Namibia is transitioning to a digital economy. It is expected that online and mobile applications will be rapidly developed even further to offer solutions to local needs and demands that could become relevant in the whole region. Services / businesses will rely more and more on automated data processing and the usage of social media platforms, while online services will further expand. The development of information and communication technologies has been going hand-in-hand with a rise in cybercrime and cyber-related crimes in the country. These are to be considered a threat to fundamental rights, including the right to private life. In order to harness the benefits of the digital economy and mitigate the harms consequent to it, the Namibian Government deems a modern and robust privacy and data protection legislation for Namibia, in line with international standards as essential.
The Namibian Ministry of Information and Communication Technology (MICT) has prepared a draft Bill for the protection of personal data, which has already undergone public consultation in 2013. The Bill follows the SADC Model Law on Data Protection. With the firm stand that privacy is a universal human right, which also needs to be ensured in the digital environment, the Namibian Government requested support from the Council of Europe and the Commonwealth Secretariat to contribute to the drafting of the new national legislation on the protection of privacy and personal data, in compliance with modernised Convention 108+ and other international instruments in this field. The MICT is leading the drafting process. This process will be conducted in close collaboration with all interested national stakeholders, with the aim of possibly having the Bill adopted by Parliament and enacted into law by the end of 2020. The work will be conducted in full complementarity with the ongoing endeavour by Namibian authorities to finalize, in parallel, the drafting of the Cybercrime Bill in line with the relevant international standards provided under the Budapest Convention on Cybercrime.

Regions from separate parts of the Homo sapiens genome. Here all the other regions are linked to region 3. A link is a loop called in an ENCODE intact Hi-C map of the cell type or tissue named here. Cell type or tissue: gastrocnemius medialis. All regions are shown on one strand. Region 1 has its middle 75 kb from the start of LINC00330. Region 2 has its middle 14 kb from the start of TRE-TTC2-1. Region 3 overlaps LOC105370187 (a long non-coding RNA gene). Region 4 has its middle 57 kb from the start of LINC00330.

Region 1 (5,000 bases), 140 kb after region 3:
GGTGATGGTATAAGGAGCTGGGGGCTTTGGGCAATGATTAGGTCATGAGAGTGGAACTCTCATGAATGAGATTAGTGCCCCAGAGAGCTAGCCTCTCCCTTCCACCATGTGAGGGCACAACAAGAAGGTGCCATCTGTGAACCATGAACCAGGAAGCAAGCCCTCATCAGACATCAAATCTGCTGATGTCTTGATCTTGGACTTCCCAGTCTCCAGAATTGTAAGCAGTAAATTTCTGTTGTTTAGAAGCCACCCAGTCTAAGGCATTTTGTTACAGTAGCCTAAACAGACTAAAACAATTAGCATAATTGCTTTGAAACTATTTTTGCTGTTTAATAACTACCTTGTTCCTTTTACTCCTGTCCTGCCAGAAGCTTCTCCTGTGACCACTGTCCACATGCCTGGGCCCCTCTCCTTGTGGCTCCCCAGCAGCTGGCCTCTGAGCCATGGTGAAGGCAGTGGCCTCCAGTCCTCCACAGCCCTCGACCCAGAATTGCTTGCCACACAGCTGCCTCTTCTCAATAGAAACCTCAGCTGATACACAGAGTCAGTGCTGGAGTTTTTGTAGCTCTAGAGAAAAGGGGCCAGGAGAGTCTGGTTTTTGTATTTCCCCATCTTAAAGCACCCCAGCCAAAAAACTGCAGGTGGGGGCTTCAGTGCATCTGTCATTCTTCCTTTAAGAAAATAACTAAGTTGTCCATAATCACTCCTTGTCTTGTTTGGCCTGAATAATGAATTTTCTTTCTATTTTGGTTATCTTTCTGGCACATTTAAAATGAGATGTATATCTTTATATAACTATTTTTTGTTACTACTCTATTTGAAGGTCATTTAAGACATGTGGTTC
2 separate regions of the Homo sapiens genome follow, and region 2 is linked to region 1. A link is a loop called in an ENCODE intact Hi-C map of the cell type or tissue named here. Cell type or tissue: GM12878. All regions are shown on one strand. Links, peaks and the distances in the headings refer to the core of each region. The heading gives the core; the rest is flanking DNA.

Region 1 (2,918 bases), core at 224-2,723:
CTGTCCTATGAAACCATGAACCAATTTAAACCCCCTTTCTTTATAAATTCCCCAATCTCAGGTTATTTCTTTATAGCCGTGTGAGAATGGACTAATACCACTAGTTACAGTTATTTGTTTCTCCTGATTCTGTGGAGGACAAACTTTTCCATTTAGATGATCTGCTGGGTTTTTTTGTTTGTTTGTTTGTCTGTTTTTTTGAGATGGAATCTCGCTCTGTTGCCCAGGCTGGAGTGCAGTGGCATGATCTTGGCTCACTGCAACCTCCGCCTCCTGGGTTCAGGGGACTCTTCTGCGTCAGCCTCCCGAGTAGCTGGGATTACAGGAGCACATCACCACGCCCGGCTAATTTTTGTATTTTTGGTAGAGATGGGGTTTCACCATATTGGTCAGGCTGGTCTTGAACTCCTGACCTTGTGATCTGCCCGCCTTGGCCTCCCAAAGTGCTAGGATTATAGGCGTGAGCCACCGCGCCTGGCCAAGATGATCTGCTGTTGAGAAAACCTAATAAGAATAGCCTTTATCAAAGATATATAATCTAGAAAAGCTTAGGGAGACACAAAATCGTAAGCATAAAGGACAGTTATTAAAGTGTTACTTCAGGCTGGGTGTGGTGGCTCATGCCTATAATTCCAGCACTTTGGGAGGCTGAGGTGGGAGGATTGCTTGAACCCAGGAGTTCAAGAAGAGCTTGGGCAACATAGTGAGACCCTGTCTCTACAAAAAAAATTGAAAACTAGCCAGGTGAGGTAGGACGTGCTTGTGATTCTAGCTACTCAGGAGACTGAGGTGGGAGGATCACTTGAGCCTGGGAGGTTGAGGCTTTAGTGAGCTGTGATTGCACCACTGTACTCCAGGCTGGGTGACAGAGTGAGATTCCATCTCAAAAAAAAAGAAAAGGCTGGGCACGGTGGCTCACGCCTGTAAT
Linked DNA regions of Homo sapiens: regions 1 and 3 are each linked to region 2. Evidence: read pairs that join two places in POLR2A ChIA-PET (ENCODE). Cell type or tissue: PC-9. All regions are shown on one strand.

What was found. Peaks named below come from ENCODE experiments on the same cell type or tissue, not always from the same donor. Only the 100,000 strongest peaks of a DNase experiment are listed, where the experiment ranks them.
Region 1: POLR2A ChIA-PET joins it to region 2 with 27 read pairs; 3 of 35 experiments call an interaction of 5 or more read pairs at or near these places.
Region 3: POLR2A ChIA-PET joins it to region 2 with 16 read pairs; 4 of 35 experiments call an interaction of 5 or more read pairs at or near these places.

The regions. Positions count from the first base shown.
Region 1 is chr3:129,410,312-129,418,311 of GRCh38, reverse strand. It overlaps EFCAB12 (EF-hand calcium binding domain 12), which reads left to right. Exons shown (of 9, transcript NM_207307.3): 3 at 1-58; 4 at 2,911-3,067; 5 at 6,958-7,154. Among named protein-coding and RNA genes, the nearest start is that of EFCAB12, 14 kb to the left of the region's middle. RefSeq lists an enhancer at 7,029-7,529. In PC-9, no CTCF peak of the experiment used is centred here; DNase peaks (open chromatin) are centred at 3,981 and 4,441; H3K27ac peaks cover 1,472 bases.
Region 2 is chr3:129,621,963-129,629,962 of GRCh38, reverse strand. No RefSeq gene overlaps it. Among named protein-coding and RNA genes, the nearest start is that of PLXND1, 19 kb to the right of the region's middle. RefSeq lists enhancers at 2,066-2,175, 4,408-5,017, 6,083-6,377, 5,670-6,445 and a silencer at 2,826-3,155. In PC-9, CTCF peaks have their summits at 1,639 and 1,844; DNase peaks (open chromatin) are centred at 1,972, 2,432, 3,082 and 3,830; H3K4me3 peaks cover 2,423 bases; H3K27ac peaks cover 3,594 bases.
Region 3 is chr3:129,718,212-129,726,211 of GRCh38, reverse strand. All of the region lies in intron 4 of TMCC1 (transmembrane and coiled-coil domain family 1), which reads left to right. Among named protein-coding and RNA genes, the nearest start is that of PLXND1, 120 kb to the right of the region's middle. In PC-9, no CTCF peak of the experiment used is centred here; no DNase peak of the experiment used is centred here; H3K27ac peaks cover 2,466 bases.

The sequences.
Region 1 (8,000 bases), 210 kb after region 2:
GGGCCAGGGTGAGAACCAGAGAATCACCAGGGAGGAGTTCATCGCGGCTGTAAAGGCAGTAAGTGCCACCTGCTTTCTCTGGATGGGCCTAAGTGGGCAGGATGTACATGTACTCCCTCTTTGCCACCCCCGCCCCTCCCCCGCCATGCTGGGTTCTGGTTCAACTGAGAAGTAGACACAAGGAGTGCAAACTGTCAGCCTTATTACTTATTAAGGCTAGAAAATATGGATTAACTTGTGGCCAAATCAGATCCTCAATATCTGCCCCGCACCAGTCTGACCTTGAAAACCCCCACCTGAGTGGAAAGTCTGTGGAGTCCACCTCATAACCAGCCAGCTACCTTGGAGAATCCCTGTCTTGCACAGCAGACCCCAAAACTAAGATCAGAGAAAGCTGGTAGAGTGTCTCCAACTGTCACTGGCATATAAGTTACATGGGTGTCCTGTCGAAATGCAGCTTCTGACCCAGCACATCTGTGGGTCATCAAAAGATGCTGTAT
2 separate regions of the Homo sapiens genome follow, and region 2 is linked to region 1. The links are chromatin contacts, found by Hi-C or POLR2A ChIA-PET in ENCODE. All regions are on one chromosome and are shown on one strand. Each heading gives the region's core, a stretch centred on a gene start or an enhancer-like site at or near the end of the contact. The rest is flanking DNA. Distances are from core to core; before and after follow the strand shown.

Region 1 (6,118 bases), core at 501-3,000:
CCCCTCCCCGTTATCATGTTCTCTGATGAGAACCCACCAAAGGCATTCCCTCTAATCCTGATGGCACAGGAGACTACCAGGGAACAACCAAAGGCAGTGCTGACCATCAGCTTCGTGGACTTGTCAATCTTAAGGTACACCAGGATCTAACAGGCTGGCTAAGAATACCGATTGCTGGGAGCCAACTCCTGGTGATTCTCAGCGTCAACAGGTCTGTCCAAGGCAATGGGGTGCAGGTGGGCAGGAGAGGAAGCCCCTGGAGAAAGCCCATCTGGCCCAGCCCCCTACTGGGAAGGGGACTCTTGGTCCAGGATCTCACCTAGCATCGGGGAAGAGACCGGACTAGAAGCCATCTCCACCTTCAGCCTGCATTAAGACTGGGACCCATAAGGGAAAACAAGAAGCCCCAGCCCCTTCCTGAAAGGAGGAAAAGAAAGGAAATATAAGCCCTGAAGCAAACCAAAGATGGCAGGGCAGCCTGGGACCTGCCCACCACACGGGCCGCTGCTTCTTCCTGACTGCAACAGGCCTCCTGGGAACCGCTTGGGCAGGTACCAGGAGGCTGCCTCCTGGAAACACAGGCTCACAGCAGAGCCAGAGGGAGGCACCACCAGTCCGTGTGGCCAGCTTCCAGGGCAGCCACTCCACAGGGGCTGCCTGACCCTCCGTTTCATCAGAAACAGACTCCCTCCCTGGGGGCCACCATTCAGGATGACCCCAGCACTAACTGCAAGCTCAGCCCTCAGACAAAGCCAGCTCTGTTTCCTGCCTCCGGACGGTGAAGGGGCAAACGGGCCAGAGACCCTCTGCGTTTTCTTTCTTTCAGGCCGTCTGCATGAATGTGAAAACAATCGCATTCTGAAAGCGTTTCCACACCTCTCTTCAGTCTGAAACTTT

In her Opening Statement at the Data Protection and Cybercrime Legislation in Namibia drafting workshops, EU Ambassador to Namibia Sinikka Antila said the EU supports these drafting workshops under the joint EU-Council of Europe Global Action on Cybercrime Extended project, known as GLACY+. She said since 2013, GLACY+ has been the leading global programme in supporting partner countries in Africa, Asia and most recently Latin America, in enhancing states' capacities in addressing cybercrime within their national remits and cooperating at international level. " We are very encouraged by Namibia's approach to addressing these issues in a holistic manner – by working on drafting a legislative package that covers data protection, cybercrime as well as electronic transfers" the EU Head of Delegation stated. Ms Faustina Namutenya Caley, Chairperson of the Parliamentary Standing Committee on ICT and Innovation thanked the EU and Common wealth for the support rendered to Namibia and emphasized the importance of conforming to international standards and protocols. In her statement, Ms Cosmina Menghes, Senior Project Officer ( GLACY+) – Council of Europe said they are pleased to assist countries in ensuring that the main building blocks for data protection and cybercrime legislation are in place and to build capacities in this area. The Workshops took place from 24-26 February and was attended by various representatives from the legal fraternity, politicians, media, civil servants and academia among others.